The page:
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Just in time for Valentines. The news this week was meant to just be the good news about freelancing, but sadly we don’t control the headlines. Instead, please find a delicate arrangement of some great things that happened over the past week, and some not so great news that also came out.

Will the UK be a Freelance economy after Brexit?

New research from Worksome shows that over 62% of businesses plan to hire part-time staff rather than full-time staff. Currently, 87% of businesses shun freelance work as an option, despite nearly half of them admitting that they believe freelance work to be more productive than other options of employment.

Company culture will be instrumental in how well a business can weather the Brexit storm. To build and maintain a core loyal workforce amidst uncertain times, and sustain the long health of a business, the logical approach for employers is to hire a blend of full-time employees and freelancers.

If freelancers’ contribution to turnover is proportionate to their presence in the wider group of businesses without employees, their collective sales would be approximately £125 billion. That equates to 46% of the £271bn contributed by the UK’s wider solo self-employed workforce.

Freelancers will have a clear market once the Brexit chips fall where they may. Businesses that continue to thrive will be in need of flexible work, and thus options to contribute will continue to make themselves clear.  

HMRC’s Check Employment Status for Tax (CEST) is still not properly tested two years since its release, according to a Freedom of Information (FOI) request by UK contracting industry organisation

Frustration, thy name is HMRC. Despite claims to attempt to help freelancers, HMRC has failed to adapt their CEST tool despite findings of its inaccuracy two years ago. It found over 95% of freelancers to be self-employed, despite those same workers being deemed as self-employed by HMRC a year earlier.

Dave Chaplin, chief executive officer and founder of Contractor Calculator said: “HMRC imposed CEST upon the public sector and by doing so has cheated many honest taxpayers out of thousands of pounds in the process with a tool that is not fit for purpose and does not work.”

HMRC has pledged to work with stakeholders to improve CEST but the reality is that it has not been working on the tool and has continued to issue tax bills off the back of faulty results.  

Affordable Artist Workspaces being launched in London

Arts Professional reported that the Mayor of London, Sadiq Khan, has started a new independent trust that will provide affordable workspaces for artists in the city.

Backed by funding of £4m from City Hall and £2m from Arts Council England (ACE), The Creative Land Trust is also looking to receive finance from property developers and London councils, and hopes to secure 1,000 affordable workspaces within five years.

The Mayor says he felt that not enough room was being made for London’s culture scene, describing the lack of affordable workspaces as a “crisis”, and announced his fear that creatives are “at risk of being priced out of the communities they call home”.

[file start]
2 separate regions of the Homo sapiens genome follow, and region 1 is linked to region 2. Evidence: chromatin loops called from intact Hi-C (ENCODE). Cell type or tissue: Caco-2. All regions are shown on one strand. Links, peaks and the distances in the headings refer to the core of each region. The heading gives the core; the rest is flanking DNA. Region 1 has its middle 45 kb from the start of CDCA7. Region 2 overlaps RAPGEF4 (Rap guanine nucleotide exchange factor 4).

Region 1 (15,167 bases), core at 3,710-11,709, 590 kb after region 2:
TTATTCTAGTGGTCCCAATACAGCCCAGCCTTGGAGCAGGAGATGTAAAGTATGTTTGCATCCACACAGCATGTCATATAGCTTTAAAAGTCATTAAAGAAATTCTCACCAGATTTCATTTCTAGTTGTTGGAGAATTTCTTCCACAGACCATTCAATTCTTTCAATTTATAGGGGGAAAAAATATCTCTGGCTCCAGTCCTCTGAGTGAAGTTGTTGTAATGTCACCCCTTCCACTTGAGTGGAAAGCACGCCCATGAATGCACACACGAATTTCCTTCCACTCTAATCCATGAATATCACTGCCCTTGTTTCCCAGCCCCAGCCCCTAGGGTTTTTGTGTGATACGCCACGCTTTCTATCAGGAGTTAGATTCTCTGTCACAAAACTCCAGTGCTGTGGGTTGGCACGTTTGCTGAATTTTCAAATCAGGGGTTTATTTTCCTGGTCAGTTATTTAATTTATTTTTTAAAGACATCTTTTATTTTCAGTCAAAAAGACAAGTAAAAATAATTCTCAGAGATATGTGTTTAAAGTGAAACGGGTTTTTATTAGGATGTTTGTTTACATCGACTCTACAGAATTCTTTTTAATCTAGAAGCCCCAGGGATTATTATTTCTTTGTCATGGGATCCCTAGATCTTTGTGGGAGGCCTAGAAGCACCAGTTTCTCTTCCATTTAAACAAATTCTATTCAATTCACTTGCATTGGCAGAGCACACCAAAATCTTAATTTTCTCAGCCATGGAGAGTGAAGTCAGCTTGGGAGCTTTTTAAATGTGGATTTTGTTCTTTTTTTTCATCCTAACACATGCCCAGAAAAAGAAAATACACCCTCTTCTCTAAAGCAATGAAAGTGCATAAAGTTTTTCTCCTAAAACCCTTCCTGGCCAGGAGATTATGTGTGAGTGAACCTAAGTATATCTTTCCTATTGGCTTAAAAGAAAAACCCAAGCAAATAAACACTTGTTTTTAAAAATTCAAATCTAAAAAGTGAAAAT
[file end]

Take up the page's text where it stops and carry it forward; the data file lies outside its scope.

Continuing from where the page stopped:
This project has come just at the right time it seems. Research has found that workspace for artists in London is becoming more expensive, with studio provider ACAVA raising its rents by 25%.

In order for London creatives, and their businesses, to grow, and continue to contribute £47bn to the economy and “maintain our place as a leader”, Nicholas Serota, Chair of ACE, says “we have to keep creatives right at the heart of the city, and we have to ensure that they have adequate space in which to work”.

With an aim to protect and maintain affordable workspaces, the Mayor’s office described the trust as being “an independent organisation that will provide financing for affordable workspace providers to buy buildings and will purchase its own property to be used as permanent workspaces for artists in London”.

One in seven zero-hour workers (16%) do not get given work each week

Desperate Workers who earn around £4.10 less an hour than their colleagues, are working the most difficult shifts in order to survive.

The TUC General Secretary Frances O’Grady, said: “Zero-hours workers regularly work through the night for low pay, putting their health at risk. And many face the constant uncertainty of not knowing when their next shift will come.”

These findings come just months after the Government announced that it would introduce new rights for millions of the UK’s zero-hour-contract workers.

But the TUC are calling for a ban on zero-hour contracts altogether. Instead, they want to introduce reasonable notice periods for shifts, and have workers entitled to receive pay for cancelled shifts.

However, the Government rejected this idea, saying that stopping zero hour contracts would do more harm than good.

Self-employed mortgage completions rise by 87% from last year

Specialist Lender Pepper Money reported that the number of self-employed mortgage completions has risen by a staggering 87%, from 2017 to 2018.

This is due to a number of enhancements introduced in 2018, such as additional allowable income considerations like the use of home as an office and private health insurance.

This trend is still on the up, as Pepper Money reported 64% more self-employed DIPs and 26% more self-employed completions in January 2019 compared to last January.

Paul Adams, the sales director at Pepper Money, said: “With so much diversity in the way that business owners draw their income, a cookie-cutter approach to self-employed borrowers is rarely going to fully account for their true earnings.

“This is why we worked hard at Pepper Money to improve our criteria for self-employed applicants and to support this criteria with our team of specialist underwriters.”

Diageo sponsors the #CreativeComeback scheme supporting female creatives returning to work

Diageo is the exclusive sponsor for the Creative Equals ‘Returners’ scheme – #CreativeComeback – which supports female creatives in the UK who are returning to work after taking at least a 12 month career break.